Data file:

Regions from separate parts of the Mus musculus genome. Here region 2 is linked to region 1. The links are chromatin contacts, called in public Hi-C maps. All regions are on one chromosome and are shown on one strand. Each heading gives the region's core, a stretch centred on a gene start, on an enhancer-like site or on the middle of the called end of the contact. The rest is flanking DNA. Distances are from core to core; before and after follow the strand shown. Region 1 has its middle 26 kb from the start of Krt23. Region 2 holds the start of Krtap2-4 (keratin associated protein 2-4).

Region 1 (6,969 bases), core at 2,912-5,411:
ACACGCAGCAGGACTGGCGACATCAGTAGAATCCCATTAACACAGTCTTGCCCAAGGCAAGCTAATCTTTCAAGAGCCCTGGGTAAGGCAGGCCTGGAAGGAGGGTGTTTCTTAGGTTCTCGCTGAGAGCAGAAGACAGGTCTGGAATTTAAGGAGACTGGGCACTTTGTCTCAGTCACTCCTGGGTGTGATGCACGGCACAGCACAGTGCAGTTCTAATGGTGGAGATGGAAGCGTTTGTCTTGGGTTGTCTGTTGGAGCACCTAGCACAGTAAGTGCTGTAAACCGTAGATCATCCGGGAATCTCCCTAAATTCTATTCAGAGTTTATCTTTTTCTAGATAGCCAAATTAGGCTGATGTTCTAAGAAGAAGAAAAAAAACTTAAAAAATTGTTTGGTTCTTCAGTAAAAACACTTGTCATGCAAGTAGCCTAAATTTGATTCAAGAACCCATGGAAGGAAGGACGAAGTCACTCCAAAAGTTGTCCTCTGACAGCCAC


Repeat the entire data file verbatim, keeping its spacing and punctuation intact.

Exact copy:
Regions from separate parts of the Mus musculus genome. Here region 2 is linked to region 1. The links are chromatin contacts, called in public Hi-C maps. All regions are on one chromosome and are shown on one strand. Each heading gives the region's core, a stretch centred on a gene start, on an enhancer-like site or on the middle of the called end of the contact. The rest is flanking DNA. Distances are from core to core; before and after follow the strand shown. Region 1 has its middle 26 kb from the start of Krt23. Region 2 holds the start of Krtap2-4 (keratin associated protein 2-4).

Region 1 (6,969 bases), core at 2,912-5,411:
ACACGCAGCAGGACTGGCGACATCAGTAGAATCCCATTAACACAGTCTTGCCCAAGGCAAGCTAATCTTTCAAGAGCCCTGGGTAAGGCAGGCCTGGAAGGAGGGTGTTTCTTAGGTTCTCGCTGAGAGCAGAAGACAGGTCTGGAATTTAAGGAGACTGGGCACTTTGTCTCAGTCACTCCTGGGTGTGATGCACGGCACAGCACAGTGCAGTTCTAATGGTGGAGATGGAAGCGTTTGTCTTGGGTTGTCTGTTGGAGCACCTAGCACAGTAAGTGCTGTAAACCGTAGATCATCCGGGAATCTCCCTAAATTCTATTCAGAGTTTATCTTTTTCTAGATAGCCAAATTAGGCTGATGTTCTAAGAAGAAGAAAAAAAACTTAAAAAATTGTTTGGTTCTTCAGTAAAAACACTTGTCATGCAAGTAGCCTAAATTTGATTCAAGAACCCATGGAAGGAAGGACGAAGTCACTCCAAAAGTTGTCCTCTGACAGCCAC